baby clothes, toys, H/H and much more !!
Destiny Lane, Marianna
Moving Sale July 4th & 5th (8am-until)
Everything Must Go!

July 5th & 6th
* National Peanut Festival Building * Hwy 231 S. Dothan, Alabama
* Over 275 Tables *
SatL 9-5 * , Su1n. 10-4
Call 334-279-895 .

Wanted: Old Coins, Gold, Diamonds, Guns, And Tools
West Main Jewelry & Loan 334-671-1440.


Antiq. Bedroom Suite - Dresser w/Mirror, Stool, Cfest-of-Drawer, good cond. $325.272-6903 Bike mini Motovok #10 $325. 850-482-3005.
Sink, 1 well 2 sides, great for fish cleaning. $20. 850-526-4645
Stove Maytag self cleaning electric range exc. cond. $200. 850-594-3282.

Kittens- Free to good homes. Contact me at 334 248-3601

AKC Registered German Sheppard Puppies, 4 females, black & tan, parents on premises, 8wks old, shots are up to date. Very Cute! $400 Call 850-209-8964

Bassett Hound Pups
8 wks old, 4 males, 1 female, wormed/first two vac. $325. Philip 790-3601

CKC Pekapoo pups 8 wks. old Shots & Wnrmed S2I. fCASN 13..i-501&.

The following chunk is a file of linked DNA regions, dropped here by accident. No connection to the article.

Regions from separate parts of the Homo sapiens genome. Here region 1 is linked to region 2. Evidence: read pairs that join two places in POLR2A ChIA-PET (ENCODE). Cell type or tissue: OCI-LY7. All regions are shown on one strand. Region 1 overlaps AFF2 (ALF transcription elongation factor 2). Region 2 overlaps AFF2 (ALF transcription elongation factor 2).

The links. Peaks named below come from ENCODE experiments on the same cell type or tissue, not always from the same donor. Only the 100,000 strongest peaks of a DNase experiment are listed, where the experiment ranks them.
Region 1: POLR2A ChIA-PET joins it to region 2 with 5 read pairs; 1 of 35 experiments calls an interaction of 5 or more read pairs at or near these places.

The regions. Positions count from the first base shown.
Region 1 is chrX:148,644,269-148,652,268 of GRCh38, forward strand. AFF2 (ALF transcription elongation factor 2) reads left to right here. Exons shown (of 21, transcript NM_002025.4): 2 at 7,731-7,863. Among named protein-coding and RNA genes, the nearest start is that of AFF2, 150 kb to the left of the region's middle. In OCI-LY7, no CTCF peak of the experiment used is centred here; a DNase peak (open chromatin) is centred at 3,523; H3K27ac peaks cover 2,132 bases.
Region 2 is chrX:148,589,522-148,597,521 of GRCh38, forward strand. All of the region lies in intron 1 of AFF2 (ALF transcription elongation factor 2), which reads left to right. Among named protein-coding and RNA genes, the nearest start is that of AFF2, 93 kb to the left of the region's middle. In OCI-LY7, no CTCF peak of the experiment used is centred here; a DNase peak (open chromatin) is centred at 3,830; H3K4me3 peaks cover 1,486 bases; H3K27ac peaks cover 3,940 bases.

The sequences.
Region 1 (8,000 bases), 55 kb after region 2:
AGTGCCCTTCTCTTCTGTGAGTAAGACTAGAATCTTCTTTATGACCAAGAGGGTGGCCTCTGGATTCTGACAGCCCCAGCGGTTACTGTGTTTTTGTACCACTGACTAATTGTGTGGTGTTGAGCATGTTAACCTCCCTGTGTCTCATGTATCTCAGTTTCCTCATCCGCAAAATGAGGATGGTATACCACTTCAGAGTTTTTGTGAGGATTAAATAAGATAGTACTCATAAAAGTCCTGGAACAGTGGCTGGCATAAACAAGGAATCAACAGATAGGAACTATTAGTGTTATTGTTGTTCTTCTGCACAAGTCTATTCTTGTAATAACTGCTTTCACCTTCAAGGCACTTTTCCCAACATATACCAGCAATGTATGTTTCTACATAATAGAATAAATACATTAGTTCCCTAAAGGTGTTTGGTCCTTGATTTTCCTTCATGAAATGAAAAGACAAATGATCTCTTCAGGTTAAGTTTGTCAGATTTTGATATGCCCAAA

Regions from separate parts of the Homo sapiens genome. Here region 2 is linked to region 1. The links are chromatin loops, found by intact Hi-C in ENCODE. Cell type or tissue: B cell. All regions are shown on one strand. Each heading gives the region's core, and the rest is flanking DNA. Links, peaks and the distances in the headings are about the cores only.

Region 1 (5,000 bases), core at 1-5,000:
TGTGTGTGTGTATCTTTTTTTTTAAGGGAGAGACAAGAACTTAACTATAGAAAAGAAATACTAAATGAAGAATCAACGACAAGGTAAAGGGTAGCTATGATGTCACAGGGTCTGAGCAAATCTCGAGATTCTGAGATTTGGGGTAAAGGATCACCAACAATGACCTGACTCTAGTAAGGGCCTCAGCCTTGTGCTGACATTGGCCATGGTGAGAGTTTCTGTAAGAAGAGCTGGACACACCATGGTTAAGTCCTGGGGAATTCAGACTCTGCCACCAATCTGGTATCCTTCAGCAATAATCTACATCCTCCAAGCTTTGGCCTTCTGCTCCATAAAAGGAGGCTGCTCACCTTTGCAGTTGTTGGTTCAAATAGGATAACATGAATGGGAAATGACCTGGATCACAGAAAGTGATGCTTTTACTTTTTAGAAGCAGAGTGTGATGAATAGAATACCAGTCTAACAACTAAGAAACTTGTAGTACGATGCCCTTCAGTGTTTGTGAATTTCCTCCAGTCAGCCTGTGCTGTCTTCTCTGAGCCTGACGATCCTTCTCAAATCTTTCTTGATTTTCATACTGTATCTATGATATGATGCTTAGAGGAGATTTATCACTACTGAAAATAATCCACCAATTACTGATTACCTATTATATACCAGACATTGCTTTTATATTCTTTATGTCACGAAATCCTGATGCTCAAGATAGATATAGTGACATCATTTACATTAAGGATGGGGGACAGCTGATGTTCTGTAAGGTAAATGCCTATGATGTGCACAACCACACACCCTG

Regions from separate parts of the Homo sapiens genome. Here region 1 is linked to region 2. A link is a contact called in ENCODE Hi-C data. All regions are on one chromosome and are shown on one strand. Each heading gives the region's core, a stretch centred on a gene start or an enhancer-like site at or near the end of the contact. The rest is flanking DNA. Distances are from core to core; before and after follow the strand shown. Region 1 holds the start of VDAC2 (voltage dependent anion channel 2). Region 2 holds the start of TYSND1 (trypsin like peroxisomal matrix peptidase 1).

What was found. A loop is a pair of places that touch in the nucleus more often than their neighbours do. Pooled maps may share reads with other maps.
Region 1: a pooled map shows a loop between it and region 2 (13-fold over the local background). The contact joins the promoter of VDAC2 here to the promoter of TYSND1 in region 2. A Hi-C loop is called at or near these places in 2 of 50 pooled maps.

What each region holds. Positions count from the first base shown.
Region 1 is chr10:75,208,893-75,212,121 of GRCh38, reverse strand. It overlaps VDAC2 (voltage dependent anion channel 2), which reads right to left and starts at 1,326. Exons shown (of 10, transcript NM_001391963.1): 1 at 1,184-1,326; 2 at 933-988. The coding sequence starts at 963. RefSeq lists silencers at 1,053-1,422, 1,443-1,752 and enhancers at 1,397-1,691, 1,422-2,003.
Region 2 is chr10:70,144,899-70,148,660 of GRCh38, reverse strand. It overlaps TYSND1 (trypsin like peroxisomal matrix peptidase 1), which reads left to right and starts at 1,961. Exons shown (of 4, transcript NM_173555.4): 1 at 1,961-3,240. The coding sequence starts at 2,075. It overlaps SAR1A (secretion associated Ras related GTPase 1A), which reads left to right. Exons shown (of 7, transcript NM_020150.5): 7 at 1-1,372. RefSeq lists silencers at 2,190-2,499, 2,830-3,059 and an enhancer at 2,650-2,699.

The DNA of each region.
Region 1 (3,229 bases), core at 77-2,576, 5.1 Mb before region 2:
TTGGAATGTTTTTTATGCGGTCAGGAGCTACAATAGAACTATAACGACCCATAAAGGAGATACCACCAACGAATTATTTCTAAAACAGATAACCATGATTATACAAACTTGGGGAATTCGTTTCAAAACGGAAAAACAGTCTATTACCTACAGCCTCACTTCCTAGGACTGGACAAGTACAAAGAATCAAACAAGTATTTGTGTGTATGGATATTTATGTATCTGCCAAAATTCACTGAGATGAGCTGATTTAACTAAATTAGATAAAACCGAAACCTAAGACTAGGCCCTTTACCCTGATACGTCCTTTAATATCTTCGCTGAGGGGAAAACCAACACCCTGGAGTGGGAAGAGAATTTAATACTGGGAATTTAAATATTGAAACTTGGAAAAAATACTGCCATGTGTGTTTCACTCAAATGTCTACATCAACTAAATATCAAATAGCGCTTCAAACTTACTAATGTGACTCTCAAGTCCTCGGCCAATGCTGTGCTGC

C OU I...D I ]BE l-g

13jr 39 & R I

33" Rotor Tiller cat 13 point hitch, sold for $1190. will consider any resonable offer,
less the hour on it. 334-308-1016.

APLIN FARMS Tomatoes* Peas * Squash
SCucumber * Okra
* Sweet Corn* Zucchini Open Mon-Sat (7am-6pm)
* 334-792-6362 4= 2729 N. Co Rd 49 N
CreekWater Blueberry Farms
U-Pick $8. Gallon
334-406-4405 or 334-588-2708 Hartford - 2 mi. from 4-way stop ..3354 E. Co. Rd. 16 Follow Signs ...........................

Hewett Farms
� Peas 9 Butter Beans 9* Squash � Okra sCorn
* Cucumber * Pickles Off hwy 90 between Cypress & Grand Ridge on Mayo Rd.
Bobby Hewett: 850-592-4156
or 850-899-8709
r --- -- -- -- -- -- -- -- -- - -- --
Julian Aplin
Ready NOW
(Peas will be ready soon)
* 334-792-4775
M & M Produce - 334-237-4469

Co. Rd. 34 Ozark, AL
Tomatoes, sweet corn, garlic,
squash, onion, cucumber, okra, watermelon & more!
..... -... . . . . . . . . . .
No Open Jac sn Farm

Grands RideFloid


* 334-793-6690 *

* Pea's - White, Pink Eye, Zipper * Butter Beans * Okra * Tomatoes
* Watermelons 0 Sweet Corn 0 Squash
* Green Peanuts Call 334-733-6489